RTA, Cleveland’s transit agency, estimates that a mix of public, private and nonprofit entities have invested more than $4 billion along the nine-mile stretch of Euclid Avenue, where the HealthLine runs.
“People ask me all the time was the HealthLine worth it,” said Jim Haviland, executive director of MidTown Cleveland community development corporation. “And I always say, ‘Absolutely.’ ”
In Indianapolis, it’s easy to forget that one of the biggest arguments for why we need more transit is to spur residential and commercial development in the urban core. As in Cleveland, developers long ago lost interest in inner-city neighborhoods and have been building in the suburbs. The city’s tax base has suffered as a result — and with that, schools and city services.
For years, that trend has seemed unstoppable. But with a younger generation of workers inclined to live in well-connected urban neighborhoods, there’s an opportunity for Indianapolis to reclaim residents and, with them, businesses and tax dollars . . .
But still, it’s up to cities to give residents and developers a reason to come back. And often that reason revolves around transit.
Take Cleveland, for example.
The planning for Euclid Avenue started years ago with the goal of connecting Downtown with Cleveland State University, Cleveland Clinic and University Hospitals a few miles away. City officials wanted to create an economic development corridor. Or as Haviland puts it, “a linear research park in the middle of the city.”
Transit came up immediately as a method for doing this. First rail, but then the cheaper bus rapid transit. There also are dedicated bike lanes.
The key to making it work, though, was changing the zoning code to support the new infrastructure. So now, any new buildings must be constructed set back only a few feet from Euclid Avenue with small parking lots in the rear. The city also banned standalone restaurants with drive-throughs to encourage developers to go for larger commercial projects instead.
“The idea was to bring back density,” Haviland said.
It seems to be working.Uh, no, it's not working, Erika. Forbes magazine's latest rankings of the top 20 most miserable cities ranks Cleveland 17th, citing the fact that it has a higher exit rate than any other major city besides Detroit, which it ranks as the most miserable city in which to live. Detroit, by the way, has invested far more in mass transit than Indianapolis. Worked out real well, eh? Chicago, which has invested perhaps more than any other city in the country on mass transit ranks fourth on the Forbes list. "Chicago has passionate supporters, but residents must endure the misery of long commutes, plummeting home prices, brutal winters and high foreclosure rates," Forbes reports. "The migration rate out of Chicago is the sixth worst among the 200 largest metros."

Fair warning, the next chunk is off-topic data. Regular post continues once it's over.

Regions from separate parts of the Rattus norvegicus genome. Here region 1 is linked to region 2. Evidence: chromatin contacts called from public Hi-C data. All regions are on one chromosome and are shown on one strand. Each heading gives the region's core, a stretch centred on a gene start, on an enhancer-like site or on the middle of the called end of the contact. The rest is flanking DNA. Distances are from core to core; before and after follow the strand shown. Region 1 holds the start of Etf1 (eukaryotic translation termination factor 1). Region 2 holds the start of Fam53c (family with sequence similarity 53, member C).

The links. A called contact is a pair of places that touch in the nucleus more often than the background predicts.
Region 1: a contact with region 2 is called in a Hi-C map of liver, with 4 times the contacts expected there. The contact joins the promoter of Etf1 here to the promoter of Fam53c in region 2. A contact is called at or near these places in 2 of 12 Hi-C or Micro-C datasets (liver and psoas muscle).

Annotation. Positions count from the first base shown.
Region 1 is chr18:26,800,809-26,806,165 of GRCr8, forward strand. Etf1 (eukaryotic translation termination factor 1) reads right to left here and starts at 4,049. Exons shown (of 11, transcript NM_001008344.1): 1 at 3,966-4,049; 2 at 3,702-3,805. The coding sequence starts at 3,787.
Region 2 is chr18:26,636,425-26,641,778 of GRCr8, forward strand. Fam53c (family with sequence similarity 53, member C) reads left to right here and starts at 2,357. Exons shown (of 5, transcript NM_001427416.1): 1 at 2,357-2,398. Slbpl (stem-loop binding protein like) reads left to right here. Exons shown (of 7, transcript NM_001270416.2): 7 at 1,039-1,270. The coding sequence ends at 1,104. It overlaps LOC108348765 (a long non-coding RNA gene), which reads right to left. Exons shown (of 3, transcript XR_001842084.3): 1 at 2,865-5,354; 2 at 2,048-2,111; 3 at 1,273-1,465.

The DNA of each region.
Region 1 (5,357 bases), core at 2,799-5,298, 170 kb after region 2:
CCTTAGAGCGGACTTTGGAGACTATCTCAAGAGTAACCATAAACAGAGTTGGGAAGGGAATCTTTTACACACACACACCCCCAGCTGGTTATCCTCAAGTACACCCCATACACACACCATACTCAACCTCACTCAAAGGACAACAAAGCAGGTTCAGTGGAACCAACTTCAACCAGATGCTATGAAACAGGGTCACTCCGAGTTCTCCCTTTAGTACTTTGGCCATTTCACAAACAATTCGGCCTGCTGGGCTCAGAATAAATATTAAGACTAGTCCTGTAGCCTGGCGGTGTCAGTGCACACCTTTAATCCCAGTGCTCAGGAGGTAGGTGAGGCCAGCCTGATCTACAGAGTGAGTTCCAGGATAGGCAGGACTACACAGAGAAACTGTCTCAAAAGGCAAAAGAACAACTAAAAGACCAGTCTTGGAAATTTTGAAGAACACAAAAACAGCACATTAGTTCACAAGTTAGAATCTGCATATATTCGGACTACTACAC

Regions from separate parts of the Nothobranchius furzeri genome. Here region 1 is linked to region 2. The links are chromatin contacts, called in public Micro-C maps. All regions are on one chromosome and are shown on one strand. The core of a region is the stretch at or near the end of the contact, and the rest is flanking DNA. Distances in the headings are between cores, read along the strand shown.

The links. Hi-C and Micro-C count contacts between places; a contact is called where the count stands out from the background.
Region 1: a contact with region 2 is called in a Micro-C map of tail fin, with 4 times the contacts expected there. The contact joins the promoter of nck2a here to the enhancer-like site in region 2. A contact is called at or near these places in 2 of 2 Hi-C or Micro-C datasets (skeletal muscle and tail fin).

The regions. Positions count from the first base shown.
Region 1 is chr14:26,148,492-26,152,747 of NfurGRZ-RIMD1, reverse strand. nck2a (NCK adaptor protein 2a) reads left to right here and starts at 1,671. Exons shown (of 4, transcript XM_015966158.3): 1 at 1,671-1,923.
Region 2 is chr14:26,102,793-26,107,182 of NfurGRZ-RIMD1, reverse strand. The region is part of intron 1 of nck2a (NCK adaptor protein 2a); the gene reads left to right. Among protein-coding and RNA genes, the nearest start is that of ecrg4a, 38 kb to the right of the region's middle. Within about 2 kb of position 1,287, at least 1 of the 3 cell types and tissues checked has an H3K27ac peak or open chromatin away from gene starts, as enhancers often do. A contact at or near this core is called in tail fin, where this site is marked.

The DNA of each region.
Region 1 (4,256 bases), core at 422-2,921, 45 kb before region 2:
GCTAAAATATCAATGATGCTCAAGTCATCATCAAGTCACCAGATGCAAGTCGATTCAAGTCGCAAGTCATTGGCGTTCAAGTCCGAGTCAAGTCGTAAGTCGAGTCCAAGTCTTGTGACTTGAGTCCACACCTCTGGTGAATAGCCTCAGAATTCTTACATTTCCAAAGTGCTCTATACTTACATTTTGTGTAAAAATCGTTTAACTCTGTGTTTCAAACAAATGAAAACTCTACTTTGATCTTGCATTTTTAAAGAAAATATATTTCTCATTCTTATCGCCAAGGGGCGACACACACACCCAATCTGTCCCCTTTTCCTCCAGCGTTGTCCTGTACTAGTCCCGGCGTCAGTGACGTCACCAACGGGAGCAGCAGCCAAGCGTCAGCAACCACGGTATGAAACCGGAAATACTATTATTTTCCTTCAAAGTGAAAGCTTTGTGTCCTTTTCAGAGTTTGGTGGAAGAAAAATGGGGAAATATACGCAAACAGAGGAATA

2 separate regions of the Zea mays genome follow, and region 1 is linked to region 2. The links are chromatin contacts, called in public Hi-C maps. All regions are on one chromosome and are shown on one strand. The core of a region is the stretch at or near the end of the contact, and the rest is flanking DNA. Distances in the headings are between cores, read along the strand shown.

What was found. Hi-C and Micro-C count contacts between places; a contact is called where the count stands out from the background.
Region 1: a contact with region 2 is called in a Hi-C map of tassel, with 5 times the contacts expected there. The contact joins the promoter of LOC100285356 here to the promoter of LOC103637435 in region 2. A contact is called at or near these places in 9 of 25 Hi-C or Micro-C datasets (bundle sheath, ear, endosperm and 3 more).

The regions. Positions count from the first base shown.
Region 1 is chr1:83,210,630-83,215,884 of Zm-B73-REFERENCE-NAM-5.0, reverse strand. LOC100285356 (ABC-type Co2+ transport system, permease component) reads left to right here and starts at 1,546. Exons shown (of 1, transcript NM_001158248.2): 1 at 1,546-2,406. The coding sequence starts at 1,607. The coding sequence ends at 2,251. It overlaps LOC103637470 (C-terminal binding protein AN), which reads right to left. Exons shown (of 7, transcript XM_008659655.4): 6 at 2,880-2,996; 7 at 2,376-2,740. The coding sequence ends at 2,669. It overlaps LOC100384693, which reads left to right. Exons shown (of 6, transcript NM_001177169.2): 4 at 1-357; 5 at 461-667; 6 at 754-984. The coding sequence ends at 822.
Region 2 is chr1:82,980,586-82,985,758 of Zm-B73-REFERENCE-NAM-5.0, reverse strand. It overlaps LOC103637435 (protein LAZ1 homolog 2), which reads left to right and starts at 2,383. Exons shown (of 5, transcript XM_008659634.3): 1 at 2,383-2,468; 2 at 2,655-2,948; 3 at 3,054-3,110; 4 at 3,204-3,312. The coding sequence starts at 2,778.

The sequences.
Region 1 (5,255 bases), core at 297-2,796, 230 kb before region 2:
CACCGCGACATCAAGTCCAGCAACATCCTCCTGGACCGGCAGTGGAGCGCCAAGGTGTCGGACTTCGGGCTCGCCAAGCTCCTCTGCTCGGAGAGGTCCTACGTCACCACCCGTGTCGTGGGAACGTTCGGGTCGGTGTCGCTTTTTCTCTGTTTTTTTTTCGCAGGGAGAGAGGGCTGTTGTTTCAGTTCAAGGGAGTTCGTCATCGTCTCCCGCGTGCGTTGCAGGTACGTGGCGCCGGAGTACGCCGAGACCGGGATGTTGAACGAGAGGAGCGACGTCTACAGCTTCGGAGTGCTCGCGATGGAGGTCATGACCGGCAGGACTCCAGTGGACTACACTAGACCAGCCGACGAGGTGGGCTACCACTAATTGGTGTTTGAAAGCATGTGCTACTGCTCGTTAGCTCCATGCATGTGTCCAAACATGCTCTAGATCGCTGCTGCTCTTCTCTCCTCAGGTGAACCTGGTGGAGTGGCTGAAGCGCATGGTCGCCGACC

Indianapolis is doing much better than Cleveland by any standard of measure even with its measly $65 million annually operating budget for IndyGo of which you're apparently so ashamed. Mass transit has absolutely nothing to do with spurring people to move back into the city. The largest expenditure proposed by IndyConnect is to build an extremely costly 23-mile, light rail line from downtown Indianapolis to Noblesville. That doesn't look like a plan to get people to move back into the city; it looks more like an expensive joy ride for upscale suburbanites to travel downtown to attend a Colts or Pacers game.
I had the opportunity today to join Paul Ogden, Mark Small and Matt Stone on Civil Discourse Now where we had one of the few, objective and intelligent discussions on the proposed mass transit plan that have taken place to date.
UPDATE: Fellow blogger Fred McCarthy has a good take on a story in the latest edition of the IBJ in which they're already discussing the hiring of an internationally-renowned architect to build a $17 million mass transit hub downtown, even before the legislation has been passed by the legislature and approved by voters, which cannot happen until the 2014 general election. How could you pick an architect and know how much the hub is going to cost to build this far in advance? Apparently there must be a bipartisan agreement to install an algorithm on the electronic voting machines that will assure approval of the referendum to be so confident as to discuss such plans in detail this far in advance.